Not Counting on Social Security? Here Are 5 Alternatives

Row of Social Security Cards

Row of Social Security Cards

Every day we hear estimates about how much longer before Social Security runs out of money. Especially during elections. With the population living longer and more people collecting, it’s putting Social Security in a predicament.

According to a study by the Government Accountability Office, Social Security will start to run out of money by 2036. Oh, that’s about the time I turn 69! Great, so I won’t be able to count on Social Security that I paid into my whole life.

Now that I know that there’s a chance that Social Security won’t be there for me, I’ll need to start planning for the worst. The worst case scenario that is. So what can you and I do to have enough income for retirement?

Here are 5 potential alternatives to Social Security:

1. Save More. You’re probably thinking, “Did he really say that?” Yep, we’ll just have to save a bit more. Hit that 401(k) hard with savings. Max it out if possible. Use Roth IRAs if you qualify based on your income. Remember, we may not be able to count on Social Security, so save like it won’t be there. Keep in mind Social Security is just part of your retirement savings, not the whole enchilada.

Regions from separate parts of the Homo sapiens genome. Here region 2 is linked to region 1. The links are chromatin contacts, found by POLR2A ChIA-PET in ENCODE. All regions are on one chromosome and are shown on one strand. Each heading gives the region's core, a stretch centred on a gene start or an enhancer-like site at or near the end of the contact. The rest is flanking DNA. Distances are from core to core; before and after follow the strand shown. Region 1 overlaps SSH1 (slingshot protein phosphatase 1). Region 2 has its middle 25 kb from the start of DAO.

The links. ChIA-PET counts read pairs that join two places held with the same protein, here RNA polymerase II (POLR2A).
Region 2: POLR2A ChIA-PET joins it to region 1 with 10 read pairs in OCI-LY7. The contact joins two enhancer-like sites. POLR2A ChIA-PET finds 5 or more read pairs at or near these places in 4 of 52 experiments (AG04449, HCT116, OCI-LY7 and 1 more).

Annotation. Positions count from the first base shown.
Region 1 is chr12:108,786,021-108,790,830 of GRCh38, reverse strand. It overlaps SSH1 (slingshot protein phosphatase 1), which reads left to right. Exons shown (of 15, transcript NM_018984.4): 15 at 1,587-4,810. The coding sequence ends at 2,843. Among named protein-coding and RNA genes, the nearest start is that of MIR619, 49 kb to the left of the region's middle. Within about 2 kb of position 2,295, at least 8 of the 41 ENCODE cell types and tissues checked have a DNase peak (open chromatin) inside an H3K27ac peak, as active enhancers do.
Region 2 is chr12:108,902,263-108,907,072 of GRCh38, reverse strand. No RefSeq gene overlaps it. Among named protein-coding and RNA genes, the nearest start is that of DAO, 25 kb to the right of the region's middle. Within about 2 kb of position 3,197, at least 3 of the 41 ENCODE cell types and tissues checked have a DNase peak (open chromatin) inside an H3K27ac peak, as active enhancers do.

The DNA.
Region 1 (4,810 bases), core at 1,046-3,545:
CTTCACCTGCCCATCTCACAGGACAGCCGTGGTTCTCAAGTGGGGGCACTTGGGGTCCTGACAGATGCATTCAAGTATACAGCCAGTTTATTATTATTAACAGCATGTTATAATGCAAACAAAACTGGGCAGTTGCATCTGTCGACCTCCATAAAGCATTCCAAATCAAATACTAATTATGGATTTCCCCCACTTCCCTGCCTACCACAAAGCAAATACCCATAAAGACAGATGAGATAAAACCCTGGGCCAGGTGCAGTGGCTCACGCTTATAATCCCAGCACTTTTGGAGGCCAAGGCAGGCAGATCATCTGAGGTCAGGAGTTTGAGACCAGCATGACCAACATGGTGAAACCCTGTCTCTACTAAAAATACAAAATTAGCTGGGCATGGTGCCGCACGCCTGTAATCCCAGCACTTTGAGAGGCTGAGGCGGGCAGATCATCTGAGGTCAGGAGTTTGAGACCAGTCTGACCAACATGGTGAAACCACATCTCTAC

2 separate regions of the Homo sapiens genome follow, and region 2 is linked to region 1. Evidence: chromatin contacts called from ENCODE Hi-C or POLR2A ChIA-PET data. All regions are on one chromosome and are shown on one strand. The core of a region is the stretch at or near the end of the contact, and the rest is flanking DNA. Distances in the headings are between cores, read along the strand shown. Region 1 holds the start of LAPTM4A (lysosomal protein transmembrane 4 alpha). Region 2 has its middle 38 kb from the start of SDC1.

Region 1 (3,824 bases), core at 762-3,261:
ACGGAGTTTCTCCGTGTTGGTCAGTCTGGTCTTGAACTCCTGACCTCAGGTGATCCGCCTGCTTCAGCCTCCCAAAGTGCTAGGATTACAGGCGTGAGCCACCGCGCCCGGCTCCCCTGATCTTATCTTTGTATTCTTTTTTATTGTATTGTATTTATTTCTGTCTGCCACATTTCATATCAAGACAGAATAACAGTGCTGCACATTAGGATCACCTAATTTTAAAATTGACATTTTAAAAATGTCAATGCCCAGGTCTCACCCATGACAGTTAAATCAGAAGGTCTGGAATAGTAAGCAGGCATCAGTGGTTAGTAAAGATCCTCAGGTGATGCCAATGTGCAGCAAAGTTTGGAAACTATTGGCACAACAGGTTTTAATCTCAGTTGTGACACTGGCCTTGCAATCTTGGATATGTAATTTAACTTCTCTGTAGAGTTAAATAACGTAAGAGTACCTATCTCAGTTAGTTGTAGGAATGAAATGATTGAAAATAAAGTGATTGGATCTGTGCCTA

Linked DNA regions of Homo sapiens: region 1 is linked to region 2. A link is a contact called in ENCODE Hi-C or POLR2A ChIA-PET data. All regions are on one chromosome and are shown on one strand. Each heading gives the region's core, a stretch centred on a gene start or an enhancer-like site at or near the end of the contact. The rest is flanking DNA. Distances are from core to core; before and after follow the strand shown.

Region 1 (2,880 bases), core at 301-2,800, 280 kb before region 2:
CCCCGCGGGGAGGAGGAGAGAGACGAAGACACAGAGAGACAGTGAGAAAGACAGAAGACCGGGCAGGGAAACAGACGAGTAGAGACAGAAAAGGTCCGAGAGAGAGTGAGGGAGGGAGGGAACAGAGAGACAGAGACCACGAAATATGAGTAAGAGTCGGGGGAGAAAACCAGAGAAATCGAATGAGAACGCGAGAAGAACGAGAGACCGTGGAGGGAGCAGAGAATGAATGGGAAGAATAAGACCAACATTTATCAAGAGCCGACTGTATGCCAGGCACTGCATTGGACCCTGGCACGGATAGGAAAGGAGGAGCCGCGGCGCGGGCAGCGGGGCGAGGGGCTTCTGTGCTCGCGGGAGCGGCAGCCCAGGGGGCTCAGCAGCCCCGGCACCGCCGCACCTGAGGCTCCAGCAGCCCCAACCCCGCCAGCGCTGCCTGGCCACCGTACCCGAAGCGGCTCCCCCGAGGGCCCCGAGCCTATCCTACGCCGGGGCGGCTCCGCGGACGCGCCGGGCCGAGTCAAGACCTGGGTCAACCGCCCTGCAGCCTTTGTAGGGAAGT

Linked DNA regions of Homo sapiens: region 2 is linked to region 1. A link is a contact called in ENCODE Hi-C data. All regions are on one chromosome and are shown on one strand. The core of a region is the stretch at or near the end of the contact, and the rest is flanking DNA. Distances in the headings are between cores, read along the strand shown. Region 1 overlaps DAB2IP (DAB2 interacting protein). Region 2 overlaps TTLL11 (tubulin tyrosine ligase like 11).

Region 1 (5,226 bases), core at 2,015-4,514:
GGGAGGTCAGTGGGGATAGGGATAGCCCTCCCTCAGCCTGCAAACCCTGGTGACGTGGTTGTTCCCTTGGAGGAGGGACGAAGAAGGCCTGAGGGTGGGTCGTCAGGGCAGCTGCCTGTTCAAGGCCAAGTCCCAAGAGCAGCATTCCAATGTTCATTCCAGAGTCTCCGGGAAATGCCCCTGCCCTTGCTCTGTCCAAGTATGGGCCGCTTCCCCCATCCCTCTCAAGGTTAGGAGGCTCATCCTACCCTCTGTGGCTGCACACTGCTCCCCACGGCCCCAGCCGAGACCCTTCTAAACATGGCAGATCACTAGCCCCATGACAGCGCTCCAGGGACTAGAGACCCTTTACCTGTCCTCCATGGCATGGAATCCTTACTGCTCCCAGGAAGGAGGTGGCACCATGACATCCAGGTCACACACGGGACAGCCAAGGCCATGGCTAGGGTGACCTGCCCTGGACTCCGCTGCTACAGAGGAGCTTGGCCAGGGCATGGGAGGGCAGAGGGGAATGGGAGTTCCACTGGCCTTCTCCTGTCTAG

2. Save More Wisely. Not only do we have to save more, but we need to be smart about the way we are growing our wealth. Keeping fees low on our investments is a  great start. Expenses can add up over time. Also look for investments that have good performance. Don’t chase performance, but constantly evaluate your investments and see if you can do better and maintain a risk level you are comfortable with.

3. Live Somewhere Cheap. There have been tons of articles written about the most affordable places to live. Smaller towns are always on the list. If you live in a major urban area, it might make sense to retire just outside of a major city. Some of these areas got pounded by the housing market like Las Vegas, and you might be able to purchase a distressed piece of property on the cheap.

4. Spend Less. Everyone can find some areas to cut in their weekly budget. Look for areas to save money, like brown bag lunches, car-pooling, shorter vacations or even buying used. Cutting down on expenses that you really don’t need, like recurring subscriptions. All of this will add up, allowing you to put more money into savings.

5. Work Longer. I know, I don’t even want to hear this one myself. However, it could be a viable solution. If you were planning on retiring at 65, perhaps postponing it until 67 or 68 could make a difference. Have your financial planner run an analysis to find out if this could work, and how much additional funds to save if necessary.

The Bottom Line
I think some form of Social Security benefits will be available for most of us. Just probably not in its current form. It never hurts to be prepared for a worst case scenario like no Social Security at all. If you have more than enough retirement savings, Social Security will just be the icing on top. If you would like to receive my personal finance and investment articles every week, click here to subscribe.